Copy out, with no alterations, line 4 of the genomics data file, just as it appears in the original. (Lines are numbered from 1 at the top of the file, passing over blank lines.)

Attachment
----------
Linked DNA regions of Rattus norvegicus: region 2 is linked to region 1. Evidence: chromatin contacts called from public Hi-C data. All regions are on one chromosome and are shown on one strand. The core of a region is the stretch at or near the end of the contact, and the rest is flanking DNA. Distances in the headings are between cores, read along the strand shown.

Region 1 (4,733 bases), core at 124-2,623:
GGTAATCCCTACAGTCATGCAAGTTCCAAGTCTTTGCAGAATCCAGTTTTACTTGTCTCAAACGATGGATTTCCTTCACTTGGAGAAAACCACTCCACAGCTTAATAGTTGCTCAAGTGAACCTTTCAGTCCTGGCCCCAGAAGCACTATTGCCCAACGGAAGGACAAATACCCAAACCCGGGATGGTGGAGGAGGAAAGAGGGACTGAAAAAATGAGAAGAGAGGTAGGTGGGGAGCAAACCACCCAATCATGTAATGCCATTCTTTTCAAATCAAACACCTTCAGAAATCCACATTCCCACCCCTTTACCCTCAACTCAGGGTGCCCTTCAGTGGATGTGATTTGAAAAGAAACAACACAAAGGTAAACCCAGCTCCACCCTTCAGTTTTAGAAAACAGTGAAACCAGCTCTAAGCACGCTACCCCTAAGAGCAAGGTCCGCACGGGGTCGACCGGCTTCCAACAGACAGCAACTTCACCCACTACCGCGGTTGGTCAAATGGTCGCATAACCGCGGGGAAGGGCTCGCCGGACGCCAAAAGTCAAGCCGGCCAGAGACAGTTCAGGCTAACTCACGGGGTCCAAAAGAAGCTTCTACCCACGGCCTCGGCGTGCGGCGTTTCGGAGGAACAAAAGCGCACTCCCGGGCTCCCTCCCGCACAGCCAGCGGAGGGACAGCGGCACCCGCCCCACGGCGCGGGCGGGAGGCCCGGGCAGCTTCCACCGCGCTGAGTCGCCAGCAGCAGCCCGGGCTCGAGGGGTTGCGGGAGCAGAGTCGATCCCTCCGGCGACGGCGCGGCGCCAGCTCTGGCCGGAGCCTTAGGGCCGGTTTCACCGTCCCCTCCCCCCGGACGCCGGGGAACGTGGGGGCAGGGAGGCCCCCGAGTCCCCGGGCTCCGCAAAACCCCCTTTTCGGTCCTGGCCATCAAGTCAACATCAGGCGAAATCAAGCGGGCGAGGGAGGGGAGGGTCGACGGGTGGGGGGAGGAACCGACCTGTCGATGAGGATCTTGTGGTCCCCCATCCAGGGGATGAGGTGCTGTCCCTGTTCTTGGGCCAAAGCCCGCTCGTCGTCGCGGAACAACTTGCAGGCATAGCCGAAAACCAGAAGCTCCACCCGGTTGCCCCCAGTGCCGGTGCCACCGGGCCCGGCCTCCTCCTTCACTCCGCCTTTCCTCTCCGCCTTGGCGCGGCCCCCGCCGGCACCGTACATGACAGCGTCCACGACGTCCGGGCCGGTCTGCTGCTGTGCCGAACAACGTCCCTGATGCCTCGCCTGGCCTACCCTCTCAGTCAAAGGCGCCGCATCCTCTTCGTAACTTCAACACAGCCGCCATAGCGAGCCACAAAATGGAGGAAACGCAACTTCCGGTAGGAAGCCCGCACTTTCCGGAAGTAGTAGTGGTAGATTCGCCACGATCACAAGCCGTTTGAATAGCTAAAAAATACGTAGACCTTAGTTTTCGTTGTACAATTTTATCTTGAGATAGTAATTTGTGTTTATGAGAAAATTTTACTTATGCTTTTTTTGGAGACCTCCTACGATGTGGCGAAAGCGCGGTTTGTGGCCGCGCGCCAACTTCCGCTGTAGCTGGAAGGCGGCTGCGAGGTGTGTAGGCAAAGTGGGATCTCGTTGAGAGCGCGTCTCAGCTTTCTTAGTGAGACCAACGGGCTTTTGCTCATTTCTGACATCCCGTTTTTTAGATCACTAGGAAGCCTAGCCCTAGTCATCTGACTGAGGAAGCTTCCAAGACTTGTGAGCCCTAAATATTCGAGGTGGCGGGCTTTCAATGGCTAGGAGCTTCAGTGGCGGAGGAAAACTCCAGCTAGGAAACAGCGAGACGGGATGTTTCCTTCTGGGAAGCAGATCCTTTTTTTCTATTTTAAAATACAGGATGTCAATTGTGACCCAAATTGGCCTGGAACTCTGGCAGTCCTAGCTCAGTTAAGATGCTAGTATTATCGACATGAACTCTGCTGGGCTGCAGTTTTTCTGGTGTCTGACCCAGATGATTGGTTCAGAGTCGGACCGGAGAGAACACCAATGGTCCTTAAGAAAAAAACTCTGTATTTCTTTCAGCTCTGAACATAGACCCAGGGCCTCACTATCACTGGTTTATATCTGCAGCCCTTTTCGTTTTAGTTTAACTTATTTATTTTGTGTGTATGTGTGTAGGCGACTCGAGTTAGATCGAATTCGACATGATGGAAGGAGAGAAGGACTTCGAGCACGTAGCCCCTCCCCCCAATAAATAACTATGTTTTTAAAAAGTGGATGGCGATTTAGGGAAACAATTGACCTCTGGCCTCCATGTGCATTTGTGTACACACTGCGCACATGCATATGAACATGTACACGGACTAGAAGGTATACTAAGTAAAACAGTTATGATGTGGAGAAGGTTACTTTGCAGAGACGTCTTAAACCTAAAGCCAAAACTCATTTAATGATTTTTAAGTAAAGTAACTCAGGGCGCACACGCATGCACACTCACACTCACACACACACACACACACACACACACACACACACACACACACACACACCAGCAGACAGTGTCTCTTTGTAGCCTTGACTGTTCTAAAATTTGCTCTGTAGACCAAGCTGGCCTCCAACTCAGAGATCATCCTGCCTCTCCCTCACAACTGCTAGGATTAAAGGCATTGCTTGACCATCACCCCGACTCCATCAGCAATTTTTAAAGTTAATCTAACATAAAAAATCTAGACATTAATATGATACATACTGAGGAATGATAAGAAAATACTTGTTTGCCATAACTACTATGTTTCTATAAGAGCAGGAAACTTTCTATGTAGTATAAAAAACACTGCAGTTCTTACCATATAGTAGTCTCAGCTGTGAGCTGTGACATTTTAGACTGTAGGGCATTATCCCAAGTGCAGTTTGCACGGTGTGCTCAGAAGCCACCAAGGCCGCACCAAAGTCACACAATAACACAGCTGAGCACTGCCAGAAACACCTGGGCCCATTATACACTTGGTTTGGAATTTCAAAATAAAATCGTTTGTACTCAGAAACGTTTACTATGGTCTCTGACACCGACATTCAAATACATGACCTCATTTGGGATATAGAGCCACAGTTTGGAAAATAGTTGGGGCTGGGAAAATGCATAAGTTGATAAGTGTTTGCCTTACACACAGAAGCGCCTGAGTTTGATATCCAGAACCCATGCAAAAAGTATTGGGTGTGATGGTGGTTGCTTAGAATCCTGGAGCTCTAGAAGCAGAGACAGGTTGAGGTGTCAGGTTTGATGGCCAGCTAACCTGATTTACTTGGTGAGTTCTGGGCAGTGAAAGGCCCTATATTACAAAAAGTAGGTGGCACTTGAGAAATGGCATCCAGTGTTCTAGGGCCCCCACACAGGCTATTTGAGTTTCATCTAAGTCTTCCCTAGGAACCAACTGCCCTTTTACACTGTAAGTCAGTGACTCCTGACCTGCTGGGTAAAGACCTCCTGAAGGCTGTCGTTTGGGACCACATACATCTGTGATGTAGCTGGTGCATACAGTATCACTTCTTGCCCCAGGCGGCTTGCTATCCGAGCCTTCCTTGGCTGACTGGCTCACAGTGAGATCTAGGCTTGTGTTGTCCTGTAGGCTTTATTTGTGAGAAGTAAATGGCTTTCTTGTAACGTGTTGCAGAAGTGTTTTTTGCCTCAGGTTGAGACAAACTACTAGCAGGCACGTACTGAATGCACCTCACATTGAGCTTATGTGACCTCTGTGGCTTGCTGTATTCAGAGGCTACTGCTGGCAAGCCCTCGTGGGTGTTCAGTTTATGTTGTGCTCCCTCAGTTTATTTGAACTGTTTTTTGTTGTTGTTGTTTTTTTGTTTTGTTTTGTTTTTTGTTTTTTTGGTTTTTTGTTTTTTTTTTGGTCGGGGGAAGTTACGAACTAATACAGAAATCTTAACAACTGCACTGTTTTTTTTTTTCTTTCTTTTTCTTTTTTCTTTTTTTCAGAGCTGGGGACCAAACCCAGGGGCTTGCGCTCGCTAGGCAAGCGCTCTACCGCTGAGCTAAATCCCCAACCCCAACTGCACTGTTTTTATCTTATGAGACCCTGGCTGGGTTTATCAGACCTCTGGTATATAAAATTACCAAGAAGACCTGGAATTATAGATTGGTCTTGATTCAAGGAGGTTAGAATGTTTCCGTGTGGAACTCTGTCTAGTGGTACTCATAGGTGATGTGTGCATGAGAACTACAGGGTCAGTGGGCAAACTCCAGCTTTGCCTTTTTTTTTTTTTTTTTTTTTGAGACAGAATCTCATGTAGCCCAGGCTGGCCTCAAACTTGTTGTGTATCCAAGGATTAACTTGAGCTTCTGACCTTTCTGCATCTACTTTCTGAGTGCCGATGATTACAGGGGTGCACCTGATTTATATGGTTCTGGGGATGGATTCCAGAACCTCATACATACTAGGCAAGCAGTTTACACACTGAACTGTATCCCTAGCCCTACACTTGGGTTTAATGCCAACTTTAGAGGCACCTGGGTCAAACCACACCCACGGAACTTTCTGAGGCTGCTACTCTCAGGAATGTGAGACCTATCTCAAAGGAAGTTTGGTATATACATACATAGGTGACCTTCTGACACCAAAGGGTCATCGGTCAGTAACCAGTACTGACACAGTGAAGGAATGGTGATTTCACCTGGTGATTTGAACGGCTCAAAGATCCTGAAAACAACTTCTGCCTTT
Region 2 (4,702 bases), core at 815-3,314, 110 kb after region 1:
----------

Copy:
Region 2 (4,702 bases), core at 815-3,314, 110 kb after region 1: